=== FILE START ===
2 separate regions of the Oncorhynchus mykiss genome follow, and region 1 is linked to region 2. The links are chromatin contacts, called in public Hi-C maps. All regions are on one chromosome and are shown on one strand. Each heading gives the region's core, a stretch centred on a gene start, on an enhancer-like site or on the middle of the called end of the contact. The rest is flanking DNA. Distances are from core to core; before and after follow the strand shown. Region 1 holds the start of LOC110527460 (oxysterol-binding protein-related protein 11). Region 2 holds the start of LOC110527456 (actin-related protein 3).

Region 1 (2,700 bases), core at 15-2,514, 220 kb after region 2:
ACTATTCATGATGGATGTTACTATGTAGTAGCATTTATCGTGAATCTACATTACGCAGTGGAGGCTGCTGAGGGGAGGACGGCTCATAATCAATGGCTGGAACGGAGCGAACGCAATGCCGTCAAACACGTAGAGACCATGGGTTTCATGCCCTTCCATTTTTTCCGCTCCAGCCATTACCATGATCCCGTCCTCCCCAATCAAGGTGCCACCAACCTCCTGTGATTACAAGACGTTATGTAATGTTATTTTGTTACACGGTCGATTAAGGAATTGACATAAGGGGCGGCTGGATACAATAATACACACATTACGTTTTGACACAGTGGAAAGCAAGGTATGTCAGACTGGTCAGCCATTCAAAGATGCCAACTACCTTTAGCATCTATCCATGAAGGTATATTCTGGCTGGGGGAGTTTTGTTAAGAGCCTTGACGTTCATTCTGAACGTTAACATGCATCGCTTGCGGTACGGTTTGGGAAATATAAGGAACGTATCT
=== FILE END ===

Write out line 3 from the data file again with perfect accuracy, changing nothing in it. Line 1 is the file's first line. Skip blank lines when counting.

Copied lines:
ACTATTCATGATGGATGTTACTATGTAGTAGCATTTATCGTGAATCTACATTACGCAGTGGAGGCTGCTGAGGGGAGGACGGCTCATAATCAATGGCTGGAACGGAGCGAACGCAATGCCGTCAAACACGTAGAGACCATGGGTTTCATGCCCTTCCATTTTTTCCGCTCCAGCCATTACCATGATCCCGTCCTCCCCAATCAAGGTGCCACCAACCTCCTGTGATTACAAGACGTTATGTAATGTTATTTTGTTACACGGTCGATTAAGGAATTGACATAAGGGGCGGCTGGATACAATAATACACACATTACGTTTTGACACAGTGGAAAGCAAGGTATGTCAGACTGGTCAGCCATTCAAAGATGCCAACTACCTTTAGCATCTATCCATGAAGGTATATTCTGGCTGGGGGAGTTTTGTTAAGAGCCTTGACGTTCATTCTGAACGTTAACATGCATCGCTTGCGGTACGGTTTGGGAAATATAAGGAACGTATCT